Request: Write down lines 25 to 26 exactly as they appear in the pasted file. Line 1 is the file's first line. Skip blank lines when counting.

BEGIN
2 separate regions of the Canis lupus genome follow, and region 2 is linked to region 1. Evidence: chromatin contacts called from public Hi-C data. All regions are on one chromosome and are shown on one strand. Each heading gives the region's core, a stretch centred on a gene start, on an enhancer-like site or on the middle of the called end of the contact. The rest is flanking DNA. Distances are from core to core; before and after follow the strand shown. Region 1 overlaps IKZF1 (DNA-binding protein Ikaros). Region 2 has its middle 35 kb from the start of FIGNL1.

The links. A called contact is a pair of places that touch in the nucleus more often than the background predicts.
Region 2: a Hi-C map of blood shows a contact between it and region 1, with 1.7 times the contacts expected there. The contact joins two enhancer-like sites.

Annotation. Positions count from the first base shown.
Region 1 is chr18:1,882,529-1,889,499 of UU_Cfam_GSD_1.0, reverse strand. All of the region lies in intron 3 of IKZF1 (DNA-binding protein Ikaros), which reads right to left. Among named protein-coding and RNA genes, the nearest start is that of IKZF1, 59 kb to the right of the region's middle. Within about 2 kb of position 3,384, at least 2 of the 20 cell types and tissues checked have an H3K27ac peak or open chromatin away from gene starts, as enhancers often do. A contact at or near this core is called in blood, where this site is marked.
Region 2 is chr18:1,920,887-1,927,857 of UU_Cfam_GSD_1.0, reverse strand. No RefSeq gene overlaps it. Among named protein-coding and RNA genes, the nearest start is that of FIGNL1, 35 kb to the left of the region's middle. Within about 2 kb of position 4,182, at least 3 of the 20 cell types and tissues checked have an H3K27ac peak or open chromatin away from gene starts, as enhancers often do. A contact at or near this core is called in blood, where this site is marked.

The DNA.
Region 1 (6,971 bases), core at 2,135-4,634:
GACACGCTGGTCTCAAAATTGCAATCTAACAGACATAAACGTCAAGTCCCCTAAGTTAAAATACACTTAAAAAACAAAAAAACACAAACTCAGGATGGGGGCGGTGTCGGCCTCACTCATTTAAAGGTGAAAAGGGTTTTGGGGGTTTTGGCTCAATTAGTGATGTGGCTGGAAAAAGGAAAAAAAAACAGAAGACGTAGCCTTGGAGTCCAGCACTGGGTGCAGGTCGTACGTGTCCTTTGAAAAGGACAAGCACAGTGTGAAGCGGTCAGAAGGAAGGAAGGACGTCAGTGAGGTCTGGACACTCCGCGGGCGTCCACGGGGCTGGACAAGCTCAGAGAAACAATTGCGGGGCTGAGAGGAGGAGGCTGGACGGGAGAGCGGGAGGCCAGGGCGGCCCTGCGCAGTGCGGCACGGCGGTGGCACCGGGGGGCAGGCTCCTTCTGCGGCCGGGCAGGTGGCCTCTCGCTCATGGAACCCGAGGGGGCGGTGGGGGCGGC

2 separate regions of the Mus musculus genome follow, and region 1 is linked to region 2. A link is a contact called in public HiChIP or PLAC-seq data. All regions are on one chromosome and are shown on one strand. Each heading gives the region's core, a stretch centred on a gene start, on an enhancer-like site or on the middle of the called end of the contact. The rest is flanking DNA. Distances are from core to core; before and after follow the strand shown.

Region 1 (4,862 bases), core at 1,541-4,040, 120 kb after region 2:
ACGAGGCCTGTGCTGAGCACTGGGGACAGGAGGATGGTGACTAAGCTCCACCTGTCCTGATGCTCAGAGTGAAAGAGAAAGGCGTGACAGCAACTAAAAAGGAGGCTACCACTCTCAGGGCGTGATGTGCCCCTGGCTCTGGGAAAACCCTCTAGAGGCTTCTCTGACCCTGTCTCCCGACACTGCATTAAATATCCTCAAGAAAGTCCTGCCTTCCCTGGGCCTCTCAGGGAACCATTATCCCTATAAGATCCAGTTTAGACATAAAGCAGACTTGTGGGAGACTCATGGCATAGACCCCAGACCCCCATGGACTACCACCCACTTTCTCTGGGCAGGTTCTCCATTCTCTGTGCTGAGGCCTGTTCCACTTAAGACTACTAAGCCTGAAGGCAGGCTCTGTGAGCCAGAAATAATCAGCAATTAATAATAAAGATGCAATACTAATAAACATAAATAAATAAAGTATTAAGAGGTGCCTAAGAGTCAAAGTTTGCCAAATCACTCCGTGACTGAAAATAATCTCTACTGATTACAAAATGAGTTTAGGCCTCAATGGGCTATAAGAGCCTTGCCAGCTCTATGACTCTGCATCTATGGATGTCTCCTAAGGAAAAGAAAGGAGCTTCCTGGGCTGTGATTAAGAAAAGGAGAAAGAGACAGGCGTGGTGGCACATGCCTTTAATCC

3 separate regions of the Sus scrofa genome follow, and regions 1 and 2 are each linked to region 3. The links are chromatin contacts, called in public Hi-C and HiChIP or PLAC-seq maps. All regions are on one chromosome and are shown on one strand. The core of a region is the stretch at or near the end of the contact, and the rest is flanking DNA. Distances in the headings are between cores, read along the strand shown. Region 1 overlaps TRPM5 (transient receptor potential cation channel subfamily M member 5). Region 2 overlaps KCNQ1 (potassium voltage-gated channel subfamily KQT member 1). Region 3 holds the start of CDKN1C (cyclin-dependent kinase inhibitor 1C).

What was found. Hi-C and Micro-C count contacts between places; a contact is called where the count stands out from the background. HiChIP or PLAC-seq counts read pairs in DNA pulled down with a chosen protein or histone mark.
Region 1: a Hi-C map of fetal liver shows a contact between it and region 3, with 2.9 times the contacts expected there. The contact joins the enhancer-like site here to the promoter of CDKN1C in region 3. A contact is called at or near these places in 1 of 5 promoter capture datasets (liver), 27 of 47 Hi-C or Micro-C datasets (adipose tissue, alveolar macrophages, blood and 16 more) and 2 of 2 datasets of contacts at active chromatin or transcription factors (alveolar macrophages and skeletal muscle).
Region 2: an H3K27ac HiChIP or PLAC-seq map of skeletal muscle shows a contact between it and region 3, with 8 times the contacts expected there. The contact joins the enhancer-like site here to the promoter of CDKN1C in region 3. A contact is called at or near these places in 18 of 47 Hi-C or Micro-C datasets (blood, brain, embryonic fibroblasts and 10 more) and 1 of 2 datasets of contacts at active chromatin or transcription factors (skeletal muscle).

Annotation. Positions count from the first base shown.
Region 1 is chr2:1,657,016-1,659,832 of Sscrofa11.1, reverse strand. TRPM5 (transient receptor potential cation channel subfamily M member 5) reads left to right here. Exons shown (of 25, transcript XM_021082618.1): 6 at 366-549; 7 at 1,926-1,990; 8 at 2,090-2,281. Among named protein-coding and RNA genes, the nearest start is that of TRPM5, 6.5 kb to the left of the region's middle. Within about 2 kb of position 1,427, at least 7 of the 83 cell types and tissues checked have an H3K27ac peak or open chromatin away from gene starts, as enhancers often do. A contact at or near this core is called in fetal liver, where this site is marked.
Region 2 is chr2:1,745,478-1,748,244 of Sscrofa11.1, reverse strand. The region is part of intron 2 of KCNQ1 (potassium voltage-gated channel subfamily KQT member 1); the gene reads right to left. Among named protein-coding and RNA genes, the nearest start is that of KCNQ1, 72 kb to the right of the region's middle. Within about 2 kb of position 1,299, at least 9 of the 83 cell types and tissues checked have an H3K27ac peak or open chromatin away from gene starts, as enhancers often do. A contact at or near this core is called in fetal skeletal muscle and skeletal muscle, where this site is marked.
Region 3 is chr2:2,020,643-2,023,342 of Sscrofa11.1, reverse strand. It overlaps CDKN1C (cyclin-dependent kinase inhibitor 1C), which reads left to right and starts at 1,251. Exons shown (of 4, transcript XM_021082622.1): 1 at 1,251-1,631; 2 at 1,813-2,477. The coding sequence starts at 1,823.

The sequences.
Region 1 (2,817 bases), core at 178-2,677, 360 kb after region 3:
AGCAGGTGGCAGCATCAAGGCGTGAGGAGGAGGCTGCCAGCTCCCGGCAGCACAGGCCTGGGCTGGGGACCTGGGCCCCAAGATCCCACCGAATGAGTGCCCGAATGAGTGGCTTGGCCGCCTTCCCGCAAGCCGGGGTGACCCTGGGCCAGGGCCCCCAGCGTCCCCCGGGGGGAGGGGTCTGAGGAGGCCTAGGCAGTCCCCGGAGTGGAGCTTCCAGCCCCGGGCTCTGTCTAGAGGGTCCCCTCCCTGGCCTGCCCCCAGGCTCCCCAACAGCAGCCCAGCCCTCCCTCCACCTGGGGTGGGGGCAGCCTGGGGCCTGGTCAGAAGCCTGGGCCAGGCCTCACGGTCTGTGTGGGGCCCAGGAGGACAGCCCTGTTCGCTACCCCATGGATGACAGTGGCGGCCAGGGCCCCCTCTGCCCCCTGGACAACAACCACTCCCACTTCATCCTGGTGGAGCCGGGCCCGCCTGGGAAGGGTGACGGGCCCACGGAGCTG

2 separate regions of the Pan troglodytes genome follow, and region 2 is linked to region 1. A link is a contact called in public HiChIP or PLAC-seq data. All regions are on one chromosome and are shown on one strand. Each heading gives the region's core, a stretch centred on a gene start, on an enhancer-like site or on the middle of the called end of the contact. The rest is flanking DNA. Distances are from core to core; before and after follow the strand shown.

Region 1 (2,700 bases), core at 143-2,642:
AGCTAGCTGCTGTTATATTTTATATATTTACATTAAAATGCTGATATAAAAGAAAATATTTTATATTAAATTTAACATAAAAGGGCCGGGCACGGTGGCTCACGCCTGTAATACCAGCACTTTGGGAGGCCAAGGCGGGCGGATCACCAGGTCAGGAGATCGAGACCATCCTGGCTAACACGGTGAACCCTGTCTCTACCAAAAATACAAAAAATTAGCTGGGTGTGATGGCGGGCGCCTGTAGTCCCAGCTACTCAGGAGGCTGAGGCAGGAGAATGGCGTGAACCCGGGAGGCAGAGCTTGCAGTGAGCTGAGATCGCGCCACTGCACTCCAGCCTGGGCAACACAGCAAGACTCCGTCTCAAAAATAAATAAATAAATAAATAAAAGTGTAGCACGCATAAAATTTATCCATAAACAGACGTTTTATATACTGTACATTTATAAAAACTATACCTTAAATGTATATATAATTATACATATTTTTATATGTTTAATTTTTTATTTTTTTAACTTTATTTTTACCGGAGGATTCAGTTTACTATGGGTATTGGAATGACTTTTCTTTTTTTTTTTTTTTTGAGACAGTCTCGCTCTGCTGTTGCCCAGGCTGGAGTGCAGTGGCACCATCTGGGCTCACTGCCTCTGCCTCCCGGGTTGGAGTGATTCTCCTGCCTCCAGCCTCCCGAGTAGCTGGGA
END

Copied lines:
Region 1 (2,700 bases), core at 143-2,642:
AGCTAGCTGCTGTTATATTTTATATATTTACATTAAAATGCTGATATAAAAGAAAATATTTTATATTAAATTTAACATAAAAGGGCCGGGCACGGTGGCTCACGCCTGTAATACCAGCACTTTGGGAGGCCAAGGCGGGCGGATCACCAGGTCAGGAGATCGAGACCATCCTGGCTAACACGGTGAACCCTGTCTCTACCAAAAATACAAAAAATTAGCTGGGTGTGATGGCGGGCGCCTGTAGTCCCAGCTACTCAGGAGGCTGAGGCAGGAGAATGGCGTGAACCCGGGAGGCAGAGCTTGCAGTGAGCTGAGATCGCGCCACTGCACTCCAGCCTGGGCAACACAGCAAGACTCCGTCTCAAAAATAAATAAATAAATAAATAAAAGTGTAGCACGCATAAAATTTATCCATAAACAGACGTTTTATATACTGTACATTTATAAAAACTATACCTTAAATGTATATATAATTATACATATTTTTATATGTTTAATTTTTTATTTTTTTAACTTTATTTTTACCGGAGGATTCAGTTTACTATGGGTATTGGAATGACTTTTCTTTTTTTTTTTTTTTTGAGACAGTCTCGCTCTGCTGTTGCCCAGGCTGGAGTGCAGTGGCACCATCTGGGCTCACTGCCTCTGCCTCCCGGGTTGGAGTGATTCTCCTGCCTCCAGCCTCCCGAGTAGCTGGGA